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Sweden

The Swedish Government’s direction for the next ten-year research policy, as set out in the Swedish Research Bill 2016, includes the goal that scientific publications which are the result of publicly funded research should be made immediately open access on publication. 

In the Research Bill Knowledge in Collaboration, the Government states that open access to research results contributes to maintaining and furthering excellence in research. Open access to research output can advance science by making it possible for more researchers to validate and build on previous work. Further, that open access plays an important role in society at large and that research and innovation to a large extent is carried out within the industry and in the business and public sectors. All stakeholders have a common responsibility in fulfilling this objective. The Government states that clear incentives and mechanisms are needed in order to encourage researchers to publish their research output immediately open access. 

All major universities have policies or strategies with recommendations to publish their research results in open access. Almost all other HEIs also have similar recommendations for open access. Four HEIs have Open Access mandates; these include Blekinge Institute of Technology, Chalmers University of Technology, Malmö University and Umeå University.

There are four national agencies distributing research funding in Sweden and advising the government on research-related issues. Three of them, the Swedish Research Council (VR), Swedish Research Council for Environment, Agricultural Sciences and Spatial Planning (Formas) and Swedish Research Council for Health, Working Life and Welfare (Forte) have mandates for open access to publications. The fourth, the Swedish Innovation Agency (Vinnova), has no open access mandate.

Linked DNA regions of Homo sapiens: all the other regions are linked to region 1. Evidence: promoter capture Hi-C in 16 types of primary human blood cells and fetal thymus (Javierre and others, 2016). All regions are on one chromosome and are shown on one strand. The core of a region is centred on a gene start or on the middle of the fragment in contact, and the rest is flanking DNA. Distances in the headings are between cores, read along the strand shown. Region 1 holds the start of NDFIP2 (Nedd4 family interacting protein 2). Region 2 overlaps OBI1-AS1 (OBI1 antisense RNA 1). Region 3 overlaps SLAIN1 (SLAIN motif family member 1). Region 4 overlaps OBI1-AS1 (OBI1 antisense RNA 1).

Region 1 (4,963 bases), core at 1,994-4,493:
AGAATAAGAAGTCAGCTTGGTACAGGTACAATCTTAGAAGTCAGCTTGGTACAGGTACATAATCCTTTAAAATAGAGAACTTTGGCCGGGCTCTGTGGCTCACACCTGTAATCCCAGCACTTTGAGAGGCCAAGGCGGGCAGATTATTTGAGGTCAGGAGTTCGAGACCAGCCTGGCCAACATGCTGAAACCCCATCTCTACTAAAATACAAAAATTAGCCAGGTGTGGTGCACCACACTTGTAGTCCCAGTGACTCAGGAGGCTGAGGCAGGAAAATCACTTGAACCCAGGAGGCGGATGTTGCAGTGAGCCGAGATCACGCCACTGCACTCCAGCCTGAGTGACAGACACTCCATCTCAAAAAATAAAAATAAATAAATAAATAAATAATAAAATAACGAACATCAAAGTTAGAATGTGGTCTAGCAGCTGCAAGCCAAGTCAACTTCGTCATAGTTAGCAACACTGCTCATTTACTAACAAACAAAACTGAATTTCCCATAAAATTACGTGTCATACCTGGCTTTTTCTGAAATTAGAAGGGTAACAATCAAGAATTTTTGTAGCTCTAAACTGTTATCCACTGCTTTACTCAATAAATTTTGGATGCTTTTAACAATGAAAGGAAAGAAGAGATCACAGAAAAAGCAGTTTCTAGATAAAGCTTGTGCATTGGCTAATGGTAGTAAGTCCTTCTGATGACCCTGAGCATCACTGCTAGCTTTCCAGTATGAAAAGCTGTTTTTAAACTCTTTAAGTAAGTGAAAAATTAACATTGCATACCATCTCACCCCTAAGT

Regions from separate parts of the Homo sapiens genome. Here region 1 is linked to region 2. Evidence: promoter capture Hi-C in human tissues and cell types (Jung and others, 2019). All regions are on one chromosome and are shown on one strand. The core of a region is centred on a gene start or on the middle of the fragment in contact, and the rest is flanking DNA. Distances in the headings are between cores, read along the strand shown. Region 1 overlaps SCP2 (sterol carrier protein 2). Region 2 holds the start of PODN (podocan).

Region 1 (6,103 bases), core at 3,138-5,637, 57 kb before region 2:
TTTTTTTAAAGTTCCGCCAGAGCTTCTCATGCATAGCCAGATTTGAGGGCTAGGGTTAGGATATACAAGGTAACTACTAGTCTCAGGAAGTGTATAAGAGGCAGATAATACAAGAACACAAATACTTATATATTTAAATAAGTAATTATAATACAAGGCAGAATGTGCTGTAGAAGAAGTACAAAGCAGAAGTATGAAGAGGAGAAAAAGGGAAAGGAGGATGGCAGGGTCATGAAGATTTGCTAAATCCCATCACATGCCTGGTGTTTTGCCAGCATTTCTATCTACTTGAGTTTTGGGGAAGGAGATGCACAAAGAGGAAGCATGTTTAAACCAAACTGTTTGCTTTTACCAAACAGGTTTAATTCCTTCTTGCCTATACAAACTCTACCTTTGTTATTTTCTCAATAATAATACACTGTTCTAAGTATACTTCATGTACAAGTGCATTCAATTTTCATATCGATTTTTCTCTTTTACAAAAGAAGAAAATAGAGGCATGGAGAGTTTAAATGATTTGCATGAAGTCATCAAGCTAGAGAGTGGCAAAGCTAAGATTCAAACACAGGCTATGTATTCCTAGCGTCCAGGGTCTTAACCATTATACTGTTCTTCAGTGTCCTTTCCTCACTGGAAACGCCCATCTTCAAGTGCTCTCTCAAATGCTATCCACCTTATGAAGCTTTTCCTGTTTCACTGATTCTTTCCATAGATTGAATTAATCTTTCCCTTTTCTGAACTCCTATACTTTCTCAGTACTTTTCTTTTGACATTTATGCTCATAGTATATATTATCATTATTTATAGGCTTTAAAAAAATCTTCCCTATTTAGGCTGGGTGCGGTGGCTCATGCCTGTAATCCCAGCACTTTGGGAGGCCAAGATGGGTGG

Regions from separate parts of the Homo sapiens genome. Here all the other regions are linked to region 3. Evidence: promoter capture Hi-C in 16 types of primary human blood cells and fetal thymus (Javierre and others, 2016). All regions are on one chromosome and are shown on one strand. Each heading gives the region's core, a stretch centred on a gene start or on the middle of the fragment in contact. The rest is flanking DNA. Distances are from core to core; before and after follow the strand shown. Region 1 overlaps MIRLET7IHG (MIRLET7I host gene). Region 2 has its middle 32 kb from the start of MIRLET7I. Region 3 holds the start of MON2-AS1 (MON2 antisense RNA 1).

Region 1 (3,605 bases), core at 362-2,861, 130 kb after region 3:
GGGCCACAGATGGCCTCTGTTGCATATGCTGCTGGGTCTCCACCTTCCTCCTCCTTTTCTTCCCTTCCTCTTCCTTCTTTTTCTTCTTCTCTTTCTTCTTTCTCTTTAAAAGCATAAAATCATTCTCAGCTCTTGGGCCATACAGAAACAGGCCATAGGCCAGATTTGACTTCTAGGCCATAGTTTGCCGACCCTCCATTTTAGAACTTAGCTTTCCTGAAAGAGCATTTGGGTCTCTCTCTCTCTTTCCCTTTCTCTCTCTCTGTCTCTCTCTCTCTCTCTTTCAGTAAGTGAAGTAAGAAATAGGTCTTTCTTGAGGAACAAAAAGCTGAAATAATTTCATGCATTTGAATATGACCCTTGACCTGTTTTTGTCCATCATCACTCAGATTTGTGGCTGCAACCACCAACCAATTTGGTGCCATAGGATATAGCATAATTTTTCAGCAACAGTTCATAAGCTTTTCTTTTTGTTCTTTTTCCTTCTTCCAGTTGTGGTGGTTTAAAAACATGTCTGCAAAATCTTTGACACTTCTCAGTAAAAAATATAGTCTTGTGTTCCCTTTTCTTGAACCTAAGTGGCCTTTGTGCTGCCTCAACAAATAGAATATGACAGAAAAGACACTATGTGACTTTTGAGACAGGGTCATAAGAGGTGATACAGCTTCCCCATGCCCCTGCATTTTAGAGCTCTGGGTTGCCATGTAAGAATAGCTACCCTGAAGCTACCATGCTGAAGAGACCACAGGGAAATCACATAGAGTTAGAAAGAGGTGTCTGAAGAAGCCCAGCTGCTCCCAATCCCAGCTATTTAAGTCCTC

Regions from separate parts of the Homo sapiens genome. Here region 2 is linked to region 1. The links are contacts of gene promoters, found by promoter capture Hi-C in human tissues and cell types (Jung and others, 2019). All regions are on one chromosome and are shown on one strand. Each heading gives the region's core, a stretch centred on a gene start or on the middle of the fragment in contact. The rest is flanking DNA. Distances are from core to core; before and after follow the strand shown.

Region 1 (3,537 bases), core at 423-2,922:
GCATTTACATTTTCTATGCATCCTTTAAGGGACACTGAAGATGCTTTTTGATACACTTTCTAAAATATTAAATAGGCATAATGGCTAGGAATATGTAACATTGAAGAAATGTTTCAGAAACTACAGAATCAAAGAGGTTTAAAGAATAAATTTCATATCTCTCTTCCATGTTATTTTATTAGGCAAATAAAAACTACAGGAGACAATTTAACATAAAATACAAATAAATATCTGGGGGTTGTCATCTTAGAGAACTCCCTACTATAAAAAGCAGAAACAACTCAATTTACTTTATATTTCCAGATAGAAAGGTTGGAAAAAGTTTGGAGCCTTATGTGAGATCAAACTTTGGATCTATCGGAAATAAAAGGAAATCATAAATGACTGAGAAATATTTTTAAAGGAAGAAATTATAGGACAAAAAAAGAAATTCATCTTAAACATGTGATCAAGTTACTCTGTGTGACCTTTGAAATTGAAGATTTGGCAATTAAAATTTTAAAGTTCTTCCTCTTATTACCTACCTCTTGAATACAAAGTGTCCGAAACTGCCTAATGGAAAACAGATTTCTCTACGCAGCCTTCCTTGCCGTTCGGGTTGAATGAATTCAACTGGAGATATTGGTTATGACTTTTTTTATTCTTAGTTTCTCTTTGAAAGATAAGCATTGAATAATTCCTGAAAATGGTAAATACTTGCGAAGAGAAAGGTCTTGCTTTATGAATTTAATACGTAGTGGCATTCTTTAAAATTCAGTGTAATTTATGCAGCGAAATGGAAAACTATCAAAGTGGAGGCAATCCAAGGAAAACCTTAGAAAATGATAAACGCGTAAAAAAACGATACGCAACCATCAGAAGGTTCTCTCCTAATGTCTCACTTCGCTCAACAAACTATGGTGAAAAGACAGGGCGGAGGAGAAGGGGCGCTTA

VR is the largest Swedish funding agency for basic research in Natural Sciences, Technology, Medicine, Humanities and Social Sciences at Swedish HEIs. VR signed the Berlin Declaration on Open Access to Knowledge in the Sciences and Humanities in 2005 and adopted an OA mandate in 2010. Researchers receiving grants from VR must either publish their journal articles in electronic journals in open access (the mandate does not apply to monographs and book chapters). Alternatively, they have to archive the article in an open institutional or disciplinary repository immediately after, or within at most 6 (Natural Sciences, technology and Medicine) or 12 (Educational Sciences or Humanities and Social Sciences) months, of its publication in a traditional journal. Since 2015 only OA publications can be reported in the project reporting form for VR funded research. Starting in 2017, researchers who pay for APCs (Article Processing Charges) with funding from VR are required to publish their outputs with a CC-BY licence. Formas adopted an OA mandate in 2010, and in 2011 Forte did likewise. These mandates align to a large extent with the VR mandate. 



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